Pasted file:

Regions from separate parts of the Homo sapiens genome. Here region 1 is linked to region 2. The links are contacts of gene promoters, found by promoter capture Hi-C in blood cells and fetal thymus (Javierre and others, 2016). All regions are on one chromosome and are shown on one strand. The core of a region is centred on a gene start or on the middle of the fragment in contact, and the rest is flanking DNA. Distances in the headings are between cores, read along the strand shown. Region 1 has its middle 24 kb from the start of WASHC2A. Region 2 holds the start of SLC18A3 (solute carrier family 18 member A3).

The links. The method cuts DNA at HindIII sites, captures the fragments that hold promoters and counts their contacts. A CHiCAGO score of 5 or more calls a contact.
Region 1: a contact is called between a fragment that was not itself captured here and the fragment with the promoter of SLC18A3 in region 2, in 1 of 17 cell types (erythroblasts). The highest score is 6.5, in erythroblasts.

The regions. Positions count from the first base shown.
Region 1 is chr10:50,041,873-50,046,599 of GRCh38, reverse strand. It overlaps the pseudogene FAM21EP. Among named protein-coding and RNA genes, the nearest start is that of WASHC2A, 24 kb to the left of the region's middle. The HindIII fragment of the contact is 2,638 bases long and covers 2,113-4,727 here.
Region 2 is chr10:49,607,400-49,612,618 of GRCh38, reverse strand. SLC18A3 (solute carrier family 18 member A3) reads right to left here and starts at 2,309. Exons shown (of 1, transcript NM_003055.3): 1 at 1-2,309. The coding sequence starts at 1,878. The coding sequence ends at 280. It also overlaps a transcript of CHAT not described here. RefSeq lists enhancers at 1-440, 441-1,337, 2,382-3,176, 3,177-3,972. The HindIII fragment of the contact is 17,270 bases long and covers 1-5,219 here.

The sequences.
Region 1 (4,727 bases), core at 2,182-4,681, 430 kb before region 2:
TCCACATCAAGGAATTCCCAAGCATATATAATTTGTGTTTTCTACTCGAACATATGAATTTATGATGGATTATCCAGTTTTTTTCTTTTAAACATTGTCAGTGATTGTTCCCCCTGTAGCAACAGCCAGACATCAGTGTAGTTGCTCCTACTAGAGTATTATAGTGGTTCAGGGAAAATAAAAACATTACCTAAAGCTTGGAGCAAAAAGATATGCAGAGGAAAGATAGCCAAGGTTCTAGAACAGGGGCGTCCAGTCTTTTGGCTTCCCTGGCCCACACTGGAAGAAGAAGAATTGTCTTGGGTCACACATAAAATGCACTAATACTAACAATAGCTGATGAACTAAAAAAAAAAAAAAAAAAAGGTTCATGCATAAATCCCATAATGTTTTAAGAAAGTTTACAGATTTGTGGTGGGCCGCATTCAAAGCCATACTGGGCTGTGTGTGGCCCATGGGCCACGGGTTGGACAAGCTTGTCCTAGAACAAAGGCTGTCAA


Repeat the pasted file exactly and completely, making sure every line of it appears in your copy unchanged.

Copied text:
Regions from separate parts of the Homo sapiens genome. Here region 1 is linked to region 2. The links are contacts of gene promoters, found by promoter capture Hi-C in blood cells and fetal thymus (Javierre and others, 2016). All regions are on one chromosome and are shown on one strand. The core of a region is centred on a gene start or on the middle of the fragment in contact, and the rest is flanking DNA. Distances in the headings are between cores, read along the strand shown. Region 1 has its middle 24 kb from the start of WASHC2A. Region 2 holds the start of SLC18A3 (solute carrier family 18 member A3).

The links. The method cuts DNA at HindIII sites, captures the fragments that hold promoters and counts their contacts. A CHiCAGO score of 5 or more calls a contact.
Region 1: a contact is called between a fragment that was not itself captured here and the fragment with the promoter of SLC18A3 in region 2, in 1 of 17 cell types (erythroblasts). The highest score is 6.5, in erythroblasts.

The regions. Positions count from the first base shown.
Region 1 is chr10:50,041,873-50,046,599 of GRCh38, reverse strand. It overlaps the pseudogene FAM21EP. Among named protein-coding and RNA genes, the nearest start is that of WASHC2A, 24 kb to the left of the region's middle. The HindIII fragment of the contact is 2,638 bases long and covers 2,113-4,727 here.
Region 2 is chr10:49,607,400-49,612,618 of GRCh38, reverse strand. SLC18A3 (solute carrier family 18 member A3) reads right to left here and starts at 2,309. Exons shown (of 1, transcript NM_003055.3): 1 at 1-2,309. The coding sequence starts at 1,878. The coding sequence ends at 280. It also overlaps a transcript of CHAT not described here. RefSeq lists enhancers at 1-440, 441-1,337, 2,382-3,176, 3,177-3,972. The HindIII fragment of the contact is 17,270 bases long and covers 1-5,219 here.

The sequences.
Region 1 (4,727 bases), core at 2,182-4,681, 430 kb before region 2:
TCCACATCAAGGAATTCCCAAGCATATATAATTTGTGTTTTCTACTCGAACATATGAATTTATGATGGATTATCCAGTTTTTTTCTTTTAAACATTGTCAGTGATTGTTCCCCCTGTAGCAACAGCCAGACATCAGTGTAGTTGCTCCTACTAGAGTATTATAGTGGTTCAGGGAAAATAAAAACATTACCTAAAGCTTGGAGCAAAAAGATATGCAGAGGAAAGATAGCCAAGGTTCTAGAACAGGGGCGTCCAGTCTTTTGGCTTCCCTGGCCCACACTGGAAGAAGAAGAATTGTCTTGGGTCACACATAAAATGCACTAATACTAACAATAGCTGATGAACTAAAAAAAAAAAAAAAAAAAGGTTCATGCATAAATCCCATAATGTTTTAAGAAAGTTTACAGATTTGTGGTGGGCCGCATTCAAAGCCATACTGGGCTGTGTGTGGCCCATGGGCCACGGGTTGGACAAGCTTGTCCTAGAACAAAGGCTGTCAA